The opinion of the court was delivered by: ROYCE C. LAMBERTH
(Denying Dismissal, Transfer, or Stay)
This matter comes before the court on Defendants' Motion to Dismiss or Transfer or, in the Alternative, for a Stay ("Defendants' Motion"); Plaintiffs' Memorandum in Opposition to Defendants' Motion to Dismiss or Transfer or, in the Alternative, for a Stay of this Action ("Plaintiffs' Opposition"); Defendants' Reply Memorandum in Support of Motion to Dismiss, Transfer, or Stay ("Defendants' Reply"); Plaintiffs' Surreply in Opposition to Defendants' Motion to Dismiss or Transfer or, in the Alternative, for a Stay of this Action ("Plaintiffs' Surreply"); and Defendants' Supplemental Memorandum in Support of Defendants' Motion to Dismiss, Transfer, or Stay ("Defendants' Supplement"). Upon consideration of the representations of counsel, and for the reasons presented below, it is hereby ORDERED that Defendants' Motion to Dismiss or Transfer or, in the Alternative, for a Stay is DENIED.
This case is one of several cases between football players and the NFL that either have recently been litigated or are currently pending. The first case of recent vintage was filed in the District Court for Minnesota in October 1987. Powell v. National Football League, Civ. No. 4-87-917 (D. Minn.). In that case, nine football players filed a class action lawsuit challenging the first refusal/compensation system then in effect. The NFL claimed that a nonstatutory labor exemption to the antitrust laws applied. U.S. District Judge David Doty agreed in part, holding that the exemption applied to the player/NFL relationship, but only until negotiations between the NFL and the players reached an impasse as to the particular issue in question.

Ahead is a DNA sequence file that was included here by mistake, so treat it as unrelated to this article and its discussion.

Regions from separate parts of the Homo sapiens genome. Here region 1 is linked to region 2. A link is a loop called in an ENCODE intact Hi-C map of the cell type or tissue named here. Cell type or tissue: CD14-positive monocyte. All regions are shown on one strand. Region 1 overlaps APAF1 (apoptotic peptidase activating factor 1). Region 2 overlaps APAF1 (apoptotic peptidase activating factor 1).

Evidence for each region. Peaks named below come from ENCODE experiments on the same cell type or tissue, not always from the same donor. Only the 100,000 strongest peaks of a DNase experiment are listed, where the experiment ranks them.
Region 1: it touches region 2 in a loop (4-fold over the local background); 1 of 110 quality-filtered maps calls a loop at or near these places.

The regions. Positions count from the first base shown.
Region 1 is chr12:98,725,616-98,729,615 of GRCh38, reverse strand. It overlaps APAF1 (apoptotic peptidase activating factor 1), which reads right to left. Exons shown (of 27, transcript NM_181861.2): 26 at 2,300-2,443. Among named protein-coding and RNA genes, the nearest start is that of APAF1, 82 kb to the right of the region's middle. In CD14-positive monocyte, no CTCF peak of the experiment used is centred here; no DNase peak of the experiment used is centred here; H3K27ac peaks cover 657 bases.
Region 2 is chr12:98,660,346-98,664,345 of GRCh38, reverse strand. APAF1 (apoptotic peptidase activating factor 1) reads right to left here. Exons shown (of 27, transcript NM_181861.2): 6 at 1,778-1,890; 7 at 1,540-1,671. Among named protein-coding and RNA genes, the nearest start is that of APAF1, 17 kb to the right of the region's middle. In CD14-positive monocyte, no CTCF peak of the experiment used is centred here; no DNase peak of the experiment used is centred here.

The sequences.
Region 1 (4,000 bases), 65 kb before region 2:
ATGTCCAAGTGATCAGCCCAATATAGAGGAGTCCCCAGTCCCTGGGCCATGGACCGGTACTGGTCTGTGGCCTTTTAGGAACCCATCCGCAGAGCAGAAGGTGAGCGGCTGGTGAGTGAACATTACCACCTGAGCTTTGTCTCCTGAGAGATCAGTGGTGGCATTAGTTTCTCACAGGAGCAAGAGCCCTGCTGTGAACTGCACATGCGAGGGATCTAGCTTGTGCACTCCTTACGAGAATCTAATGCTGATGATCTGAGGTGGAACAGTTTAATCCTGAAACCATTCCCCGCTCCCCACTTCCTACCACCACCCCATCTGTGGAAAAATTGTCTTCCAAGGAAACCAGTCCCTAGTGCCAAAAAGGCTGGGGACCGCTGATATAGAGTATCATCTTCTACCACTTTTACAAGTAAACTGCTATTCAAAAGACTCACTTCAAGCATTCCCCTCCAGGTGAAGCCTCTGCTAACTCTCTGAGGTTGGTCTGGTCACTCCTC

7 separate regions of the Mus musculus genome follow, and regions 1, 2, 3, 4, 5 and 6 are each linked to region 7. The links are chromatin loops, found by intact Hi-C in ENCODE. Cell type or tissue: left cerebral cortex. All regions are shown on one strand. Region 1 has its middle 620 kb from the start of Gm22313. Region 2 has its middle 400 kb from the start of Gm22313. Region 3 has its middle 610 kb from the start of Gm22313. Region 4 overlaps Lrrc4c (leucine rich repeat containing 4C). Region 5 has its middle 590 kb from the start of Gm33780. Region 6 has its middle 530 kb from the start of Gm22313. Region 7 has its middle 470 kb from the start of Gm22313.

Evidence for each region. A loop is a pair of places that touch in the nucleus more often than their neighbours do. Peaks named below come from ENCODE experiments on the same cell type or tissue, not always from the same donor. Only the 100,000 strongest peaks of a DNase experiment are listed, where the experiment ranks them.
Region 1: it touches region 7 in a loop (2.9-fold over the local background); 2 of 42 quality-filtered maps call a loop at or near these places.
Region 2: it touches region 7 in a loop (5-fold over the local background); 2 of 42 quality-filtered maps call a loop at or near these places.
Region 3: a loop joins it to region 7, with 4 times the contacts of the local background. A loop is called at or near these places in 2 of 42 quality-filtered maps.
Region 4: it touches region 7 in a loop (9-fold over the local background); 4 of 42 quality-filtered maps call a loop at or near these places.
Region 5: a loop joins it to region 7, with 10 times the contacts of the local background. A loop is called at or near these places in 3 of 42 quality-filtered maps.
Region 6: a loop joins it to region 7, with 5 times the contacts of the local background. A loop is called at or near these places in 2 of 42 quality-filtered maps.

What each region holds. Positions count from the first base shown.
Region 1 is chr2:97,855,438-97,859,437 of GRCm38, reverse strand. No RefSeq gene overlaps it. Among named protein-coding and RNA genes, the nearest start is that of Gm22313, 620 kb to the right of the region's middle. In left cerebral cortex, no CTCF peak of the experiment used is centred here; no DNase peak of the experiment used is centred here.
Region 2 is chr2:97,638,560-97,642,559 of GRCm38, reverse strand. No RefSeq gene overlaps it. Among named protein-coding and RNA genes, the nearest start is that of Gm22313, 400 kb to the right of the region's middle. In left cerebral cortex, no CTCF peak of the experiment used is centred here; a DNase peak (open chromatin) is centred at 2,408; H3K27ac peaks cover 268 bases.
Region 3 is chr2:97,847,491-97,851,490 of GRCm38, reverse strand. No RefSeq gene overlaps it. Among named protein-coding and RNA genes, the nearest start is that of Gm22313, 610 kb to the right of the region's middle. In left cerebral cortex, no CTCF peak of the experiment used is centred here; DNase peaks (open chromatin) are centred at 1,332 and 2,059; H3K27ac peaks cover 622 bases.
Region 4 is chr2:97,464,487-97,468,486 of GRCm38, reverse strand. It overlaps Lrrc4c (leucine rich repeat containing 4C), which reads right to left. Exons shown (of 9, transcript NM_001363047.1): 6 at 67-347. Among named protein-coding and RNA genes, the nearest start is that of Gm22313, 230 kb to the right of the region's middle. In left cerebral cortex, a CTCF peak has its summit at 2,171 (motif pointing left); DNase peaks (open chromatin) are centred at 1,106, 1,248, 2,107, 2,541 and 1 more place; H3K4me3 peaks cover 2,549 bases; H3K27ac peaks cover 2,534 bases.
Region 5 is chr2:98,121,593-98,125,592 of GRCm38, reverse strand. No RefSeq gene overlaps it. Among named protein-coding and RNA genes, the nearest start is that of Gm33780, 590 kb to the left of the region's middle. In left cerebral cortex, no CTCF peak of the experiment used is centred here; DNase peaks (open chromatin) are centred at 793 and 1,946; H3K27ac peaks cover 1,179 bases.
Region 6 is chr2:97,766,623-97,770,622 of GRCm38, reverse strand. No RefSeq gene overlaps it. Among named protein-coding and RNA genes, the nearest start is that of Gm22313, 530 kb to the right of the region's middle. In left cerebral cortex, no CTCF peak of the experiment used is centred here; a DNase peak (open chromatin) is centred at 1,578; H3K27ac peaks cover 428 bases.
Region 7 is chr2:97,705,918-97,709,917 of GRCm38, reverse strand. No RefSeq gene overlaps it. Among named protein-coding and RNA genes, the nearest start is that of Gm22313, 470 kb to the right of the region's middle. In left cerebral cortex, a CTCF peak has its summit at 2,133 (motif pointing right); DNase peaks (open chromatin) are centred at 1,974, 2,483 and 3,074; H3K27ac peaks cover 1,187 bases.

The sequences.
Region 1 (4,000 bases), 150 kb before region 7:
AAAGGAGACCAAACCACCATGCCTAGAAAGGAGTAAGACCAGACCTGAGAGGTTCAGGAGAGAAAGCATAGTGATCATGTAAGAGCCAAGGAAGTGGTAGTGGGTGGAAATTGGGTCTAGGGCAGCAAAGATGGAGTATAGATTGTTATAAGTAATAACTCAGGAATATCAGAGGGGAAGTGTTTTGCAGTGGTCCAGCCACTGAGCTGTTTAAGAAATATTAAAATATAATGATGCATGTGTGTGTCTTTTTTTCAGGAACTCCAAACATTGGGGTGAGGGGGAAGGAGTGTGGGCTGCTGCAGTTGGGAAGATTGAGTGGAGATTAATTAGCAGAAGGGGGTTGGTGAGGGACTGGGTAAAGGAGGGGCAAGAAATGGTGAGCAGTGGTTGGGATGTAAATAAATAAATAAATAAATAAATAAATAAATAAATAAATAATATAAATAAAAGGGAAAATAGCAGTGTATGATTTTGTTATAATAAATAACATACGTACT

The nonstatutory labor exemption issue was certified to the Eighth Circuit Court of Appeals. That court held that the exemption applied as long as the National Football League Players Association (NFLPA) served as the players' collective bargaining representative. Powell v. NFL, 930 F.2d 1293 (8th Cir. 1989), cert. den'd, 111 S. Ct. 711 (1991). In light of this decision, the NFLPA relinquished its role as the players' collective bargaining representative on November 6, 1991, thus terminating the parties' labor relationship.
Thereafter, eight players filed suit against the NFL, in the District Court for New Jersey, seeking damages under Plan B for the 1990 NFL season. McNeil v. NFL, Civ. Action No. 90-1402 (D.N.J.).
On motion by the NFL, the case was transferred to Judge Doty in Minnesota. A trial jury recently found against the defendants, and damages were awarded to four of the eight plaintiffs.
Meanwhile, Judge Doty decertified the class in Powell, on remand from the Eighth Circuit, and dismissed without prejudice the claims of the class members based upon the 1989 season.